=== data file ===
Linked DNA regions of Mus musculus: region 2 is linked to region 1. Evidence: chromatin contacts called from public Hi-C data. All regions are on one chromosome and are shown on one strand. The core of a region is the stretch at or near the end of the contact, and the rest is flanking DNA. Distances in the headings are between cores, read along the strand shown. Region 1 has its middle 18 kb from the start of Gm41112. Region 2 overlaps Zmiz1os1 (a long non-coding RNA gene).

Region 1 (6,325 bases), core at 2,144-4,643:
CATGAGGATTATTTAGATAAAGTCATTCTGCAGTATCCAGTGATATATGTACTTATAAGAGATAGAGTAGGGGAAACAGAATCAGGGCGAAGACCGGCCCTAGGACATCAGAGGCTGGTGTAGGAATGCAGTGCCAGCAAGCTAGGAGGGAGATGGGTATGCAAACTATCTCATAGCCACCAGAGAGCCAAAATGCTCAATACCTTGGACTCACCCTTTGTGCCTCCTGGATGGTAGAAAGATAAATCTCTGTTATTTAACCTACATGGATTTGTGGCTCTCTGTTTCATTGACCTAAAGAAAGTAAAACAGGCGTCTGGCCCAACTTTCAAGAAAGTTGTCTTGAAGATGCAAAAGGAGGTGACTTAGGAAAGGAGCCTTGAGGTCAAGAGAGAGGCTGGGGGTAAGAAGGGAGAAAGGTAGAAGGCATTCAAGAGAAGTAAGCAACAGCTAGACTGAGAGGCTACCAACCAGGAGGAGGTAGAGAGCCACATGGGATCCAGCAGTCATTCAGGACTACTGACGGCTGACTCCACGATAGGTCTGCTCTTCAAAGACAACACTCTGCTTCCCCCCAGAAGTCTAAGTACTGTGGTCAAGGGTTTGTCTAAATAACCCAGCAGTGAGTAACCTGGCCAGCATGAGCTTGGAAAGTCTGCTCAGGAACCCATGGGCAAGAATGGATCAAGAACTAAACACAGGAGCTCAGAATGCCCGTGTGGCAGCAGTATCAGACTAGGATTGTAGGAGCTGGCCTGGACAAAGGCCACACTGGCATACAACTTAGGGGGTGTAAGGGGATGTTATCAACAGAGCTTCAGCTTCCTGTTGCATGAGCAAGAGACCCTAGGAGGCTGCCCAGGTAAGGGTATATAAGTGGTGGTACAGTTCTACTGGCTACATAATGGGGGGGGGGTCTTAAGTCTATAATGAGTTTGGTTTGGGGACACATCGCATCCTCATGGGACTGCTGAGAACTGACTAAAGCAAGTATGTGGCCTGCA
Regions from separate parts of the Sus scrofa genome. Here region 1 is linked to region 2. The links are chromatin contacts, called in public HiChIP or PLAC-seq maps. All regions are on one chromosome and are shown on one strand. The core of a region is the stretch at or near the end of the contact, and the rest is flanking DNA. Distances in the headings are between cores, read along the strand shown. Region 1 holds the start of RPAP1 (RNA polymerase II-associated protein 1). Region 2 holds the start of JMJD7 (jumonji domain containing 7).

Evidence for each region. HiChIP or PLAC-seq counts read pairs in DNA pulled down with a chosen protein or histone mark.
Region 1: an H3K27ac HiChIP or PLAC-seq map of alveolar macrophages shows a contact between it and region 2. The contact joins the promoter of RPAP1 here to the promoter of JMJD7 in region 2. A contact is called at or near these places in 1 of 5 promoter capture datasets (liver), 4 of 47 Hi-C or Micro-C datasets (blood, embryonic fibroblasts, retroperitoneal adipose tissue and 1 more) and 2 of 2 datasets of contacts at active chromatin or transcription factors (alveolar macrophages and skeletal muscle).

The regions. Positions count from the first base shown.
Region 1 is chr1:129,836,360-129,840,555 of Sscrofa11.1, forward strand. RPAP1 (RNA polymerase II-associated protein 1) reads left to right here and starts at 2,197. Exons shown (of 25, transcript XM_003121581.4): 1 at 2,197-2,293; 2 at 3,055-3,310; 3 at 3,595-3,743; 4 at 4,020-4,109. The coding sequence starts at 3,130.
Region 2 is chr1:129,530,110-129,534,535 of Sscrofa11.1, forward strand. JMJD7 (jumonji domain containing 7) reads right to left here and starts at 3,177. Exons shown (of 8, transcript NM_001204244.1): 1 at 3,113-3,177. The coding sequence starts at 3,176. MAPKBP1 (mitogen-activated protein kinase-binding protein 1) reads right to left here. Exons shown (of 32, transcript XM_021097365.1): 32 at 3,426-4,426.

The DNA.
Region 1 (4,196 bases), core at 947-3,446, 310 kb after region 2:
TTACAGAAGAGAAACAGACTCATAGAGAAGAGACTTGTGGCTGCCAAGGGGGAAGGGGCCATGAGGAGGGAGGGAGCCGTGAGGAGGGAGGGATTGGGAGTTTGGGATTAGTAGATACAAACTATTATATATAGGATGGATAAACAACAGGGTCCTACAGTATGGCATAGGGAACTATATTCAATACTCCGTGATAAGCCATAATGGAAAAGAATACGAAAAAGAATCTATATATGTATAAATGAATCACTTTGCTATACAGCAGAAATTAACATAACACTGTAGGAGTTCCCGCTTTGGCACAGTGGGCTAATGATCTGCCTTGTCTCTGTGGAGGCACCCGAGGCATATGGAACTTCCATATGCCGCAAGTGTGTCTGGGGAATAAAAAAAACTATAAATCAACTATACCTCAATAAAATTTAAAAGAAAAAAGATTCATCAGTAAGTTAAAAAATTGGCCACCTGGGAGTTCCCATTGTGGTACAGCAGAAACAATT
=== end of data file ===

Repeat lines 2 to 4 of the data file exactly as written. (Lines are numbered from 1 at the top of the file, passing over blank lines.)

Region 1 (6,325 bases), core at 2,144-4,643:
CATGAGGATTATTTAGATAAAGTCATTCTGCAGTATCCAGTGATATATGTACTTATAAGAGATAGAGTAGGGGAAACAGAATCAGGGCGAAGACCGGCCCTAGGACATCAGAGGCTGGTGTAGGAATGCAGTGCCAGCAAGCTAGGAGGGAGATGGGTATGCAAACTATCTCATAGCCACCAGAGAGCCAAAATGCTCAATACCTTGGACTCACCCTTTGTGCCTCCTGGATGGTAGAAAGATAAATCTCTGTTATTTAACCTACATGGATTTGTGGCTCTCTGTTTCATTGACCTAAAGAAAGTAAAACAGGCGTCTGGCCCAACTTTCAAGAAAGTTGTCTTGAAGATGCAAAAGGAGGTGACTTAGGAAAGGAGCCTTGAGGTCAAGAGAGAGGCTGGGGGTAAGAAGGGAGAAAGGTAGAAGGCATTCAAGAGAAGTAAGCAACAGCTAGACTGAGAGGCTACCAACCAGGAGGAGGTAGAGAGCCACATGGGATCCAGCAGTCATTCAGGACTACTGACGGCTGACTCCACGATAGGTCTGCTCTTCAAAGACAACACTCTGCTTCCCCCCAGAAGTCTAAGTACTGTGGTCAAGGGTTTGTCTAAATAACCCAGCAGTGAGTAACCTGGCCAGCATGAGCTTGGAAAGTCTGCTCAGGAACCCATGGGCAAGAATGGATCAAGAACTAAACACAGGAGCTCAGAATGCCCGTGTGGCAGCAGTATCAGACTAGGATTGTAGGAGCTGGCCTGGACAAAGGCCACACTGGCATACAACTTAGGGGGTGTAAGGGGATGTTATCAACAGAGCTTCAGCTTCCTGTTGCATGAGCAAGAGACCCTAGGAGGCTGCCCAGGTAAGGGTATATAAGTGGTGGTACAGTTCTACTGGCTACATAATGGGGGGGGGGTCTTAAGTCTATAATGAGTTTGGTTTGGGGACACATCGCATCCTCATGGGACTGCTGAGAACTGACTAAAGCAAGTATGTGGCCTGCA
Regions from separate parts of the Sus scrofa genome. Here region 1 is linked to region 2. The links are chromatin contacts, called in public HiChIP or PLAC-seq maps. All regions are on one chromosome and are shown on one strand. The core of a region is the stretch at or near the end of the contact, and the rest is flanking DNA. Distances in the headings are between cores, read along the strand shown. Region 1 holds the start of RPAP1 (RNA polymerase II-associated protein 1). Region 2 holds the start of JMJD7 (jumonji domain containing 7).